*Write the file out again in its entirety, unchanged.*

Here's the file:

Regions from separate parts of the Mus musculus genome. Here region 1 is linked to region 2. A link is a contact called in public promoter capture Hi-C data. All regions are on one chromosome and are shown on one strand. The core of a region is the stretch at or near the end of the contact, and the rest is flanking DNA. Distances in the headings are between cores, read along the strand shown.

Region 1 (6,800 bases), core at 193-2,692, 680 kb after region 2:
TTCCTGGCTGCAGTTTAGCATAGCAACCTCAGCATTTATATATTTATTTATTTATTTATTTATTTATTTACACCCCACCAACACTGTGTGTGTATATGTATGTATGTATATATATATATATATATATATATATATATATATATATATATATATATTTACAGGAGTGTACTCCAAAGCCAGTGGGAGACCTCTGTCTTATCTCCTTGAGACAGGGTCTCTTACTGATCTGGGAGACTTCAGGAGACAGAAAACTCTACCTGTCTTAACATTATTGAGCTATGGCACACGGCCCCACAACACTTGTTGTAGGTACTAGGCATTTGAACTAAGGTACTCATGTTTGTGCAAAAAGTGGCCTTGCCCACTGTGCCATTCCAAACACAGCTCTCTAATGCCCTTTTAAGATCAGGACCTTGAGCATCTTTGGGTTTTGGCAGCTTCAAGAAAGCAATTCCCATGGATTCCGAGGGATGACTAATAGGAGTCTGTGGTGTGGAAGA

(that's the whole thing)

Regions from separate parts of the Mus musculus genome. Here region 1 is linked to region 2. A link is a contact called in public promoter capture Hi-C data. All regions are on one chromosome and are shown on one strand. The core of a region is the stretch at or near the end of the contact, and the rest is flanking DNA. Distances in the headings are between cores, read along the strand shown.

Region 1 (6,800 bases), core at 193-2,692, 680 kb after region 2:
TTCCTGGCTGCAGTTTAGCATAGCAACCTCAGCATTTATATATTTATTTATTTATTTATTTATTTATTTACACCCCACCAACACTGTGTGTGTATATGTATGTATGTATATATATATATATATATATATATATATATATATATATATATATATATTTACAGGAGTGTACTCCAAAGCCAGTGGGAGACCTCTGTCTTATCTCCTTGAGACAGGGTCTCTTACTGATCTGGGAGACTTCAGGAGACAGAAAACTCTACCTGTCTTAACATTATTGAGCTATGGCACACGGCCCCACAACACTTGTTGTAGGTACTAGGCATTTGAACTAAGGTACTCATGTTTGTGCAAAAAGTGGCCTTGCCCACTGTGCCATTCCAAACACAGCTCTCTAATGCCCTTTTAAGATCAGGACCTTGAGCATCTTTGGGTTTTGGCAGCTTCAAGAAAGCAATTCCCATGGATTCCGAGGGATGACTAATAGGAGTCTGTGGTGTGGAAGA